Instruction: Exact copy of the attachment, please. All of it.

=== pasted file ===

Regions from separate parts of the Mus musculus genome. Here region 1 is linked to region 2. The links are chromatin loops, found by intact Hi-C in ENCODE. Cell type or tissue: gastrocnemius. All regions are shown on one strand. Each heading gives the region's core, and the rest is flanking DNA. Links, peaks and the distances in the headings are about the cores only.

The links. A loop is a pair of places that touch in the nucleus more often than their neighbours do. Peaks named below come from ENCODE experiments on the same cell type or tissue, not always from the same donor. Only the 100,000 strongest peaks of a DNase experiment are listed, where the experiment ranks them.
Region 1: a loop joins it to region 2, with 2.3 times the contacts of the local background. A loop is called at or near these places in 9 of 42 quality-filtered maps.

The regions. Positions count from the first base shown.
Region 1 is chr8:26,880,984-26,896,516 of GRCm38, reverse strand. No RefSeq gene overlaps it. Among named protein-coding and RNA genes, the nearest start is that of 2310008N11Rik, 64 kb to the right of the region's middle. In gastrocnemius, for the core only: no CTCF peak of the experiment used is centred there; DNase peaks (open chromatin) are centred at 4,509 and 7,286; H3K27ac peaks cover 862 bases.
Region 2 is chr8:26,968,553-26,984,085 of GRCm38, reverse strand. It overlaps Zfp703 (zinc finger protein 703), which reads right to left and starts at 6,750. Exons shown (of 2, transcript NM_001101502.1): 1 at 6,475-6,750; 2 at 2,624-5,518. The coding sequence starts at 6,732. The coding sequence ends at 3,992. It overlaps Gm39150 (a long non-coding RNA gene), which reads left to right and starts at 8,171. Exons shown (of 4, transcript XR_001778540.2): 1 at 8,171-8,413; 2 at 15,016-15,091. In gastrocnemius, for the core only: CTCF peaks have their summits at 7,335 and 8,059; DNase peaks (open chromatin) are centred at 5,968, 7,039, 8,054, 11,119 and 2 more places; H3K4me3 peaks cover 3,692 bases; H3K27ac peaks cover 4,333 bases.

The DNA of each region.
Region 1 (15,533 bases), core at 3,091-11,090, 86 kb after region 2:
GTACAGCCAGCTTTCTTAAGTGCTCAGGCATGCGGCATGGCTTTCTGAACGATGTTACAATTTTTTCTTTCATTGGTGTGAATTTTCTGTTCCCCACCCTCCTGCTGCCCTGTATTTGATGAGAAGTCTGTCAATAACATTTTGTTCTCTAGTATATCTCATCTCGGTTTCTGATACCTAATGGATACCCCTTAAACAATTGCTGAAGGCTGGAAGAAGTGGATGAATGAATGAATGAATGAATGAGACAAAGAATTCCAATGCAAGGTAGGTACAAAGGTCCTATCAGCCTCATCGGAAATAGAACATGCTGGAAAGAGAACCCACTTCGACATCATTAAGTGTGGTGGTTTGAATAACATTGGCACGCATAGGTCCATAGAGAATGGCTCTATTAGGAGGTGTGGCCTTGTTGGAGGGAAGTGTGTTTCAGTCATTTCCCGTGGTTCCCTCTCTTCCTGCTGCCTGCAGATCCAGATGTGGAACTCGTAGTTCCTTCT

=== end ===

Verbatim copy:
Regions from separate parts of the Mus musculus genome. Here region 1 is linked to region 2. The links are chromatin loops, found by intact Hi-C in ENCODE. Cell type or tissue: gastrocnemius. All regions are shown on one strand. Each heading gives the region's core, and the rest is flanking DNA. Links, peaks and the distances in the headings are about the cores only.

The links. A loop is a pair of places that touch in the nucleus more often than their neighbours do. Peaks named below come from ENCODE experiments on the same cell type or tissue, not always from the same donor. Only the 100,000 strongest peaks of a DNase experiment are listed, where the experiment ranks them.
Region 1: a loop joins it to region 2, with 2.3 times the contacts of the local background. A loop is called at or near these places in 9 of 42 quality-filtered maps.

The regions. Positions count from the first base shown.
Region 1 is chr8:26,880,984-26,896,516 of GRCm38, reverse strand. No RefSeq gene overlaps it. Among named protein-coding and RNA genes, the nearest start is that of 2310008N11Rik, 64 kb to the right of the region's middle. In gastrocnemius, for the core only: no CTCF peak of the experiment used is centred there; DNase peaks (open chromatin) are centred at 4,509 and 7,286; H3K27ac peaks cover 862 bases.
Region 2 is chr8:26,968,553-26,984,085 of GRCm38, reverse strand. It overlaps Zfp703 (zinc finger protein 703), which reads right to left and starts at 6,750. Exons shown (of 2, transcript NM_001101502.1): 1 at 6,475-6,750; 2 at 2,624-5,518. The coding sequence starts at 6,732. The coding sequence ends at 3,992. It overlaps Gm39150 (a long non-coding RNA gene), which reads left to right and starts at 8,171. Exons shown (of 4, transcript XR_001778540.2): 1 at 8,171-8,413; 2 at 15,016-15,091. In gastrocnemius, for the core only: CTCF peaks have their summits at 7,335 and 8,059; DNase peaks (open chromatin) are centred at 5,968, 7,039, 8,054, 11,119 and 2 more places; H3K4me3 peaks cover 3,692 bases; H3K27ac peaks cover 4,333 bases.

The DNA of each region.
Region 1 (15,533 bases), core at 3,091-11,090, 86 kb after region 2:
GTACAGCCAGCTTTCTTAAGTGCTCAGGCATGCGGCATGGCTTTCTGAACGATGTTACAATTTTTTCTTTCATTGGTGTGAATTTTCTGTTCCCCACCCTCCTGCTGCCCTGTATTTGATGAGAAGTCTGTCAATAACATTTTGTTCTCTAGTATATCTCATCTCGGTTTCTGATACCTAATGGATACCCCTTAAACAATTGCTGAAGGCTGGAAGAAGTGGATGAATGAATGAATGAATGAATGAGACAAAGAATTCCAATGCAAGGTAGGTACAAAGGTCCTATCAGCCTCATCGGAAATAGAACATGCTGGAAAGAGAACCCACTTCGACATCATTAAGTGTGGTGGTTTGAATAACATTGGCACGCATAGGTCCATAGAGAATGGCTCTATTAGGAGGTGTGGCCTTGTTGGAGGGAAGTGTGTTTCAGTCATTTCCCGTGGTTCCCTCTCTTCCTGCTGCCTGCAGATCCAGATGTGGAACTCGTAGTTCCTTCT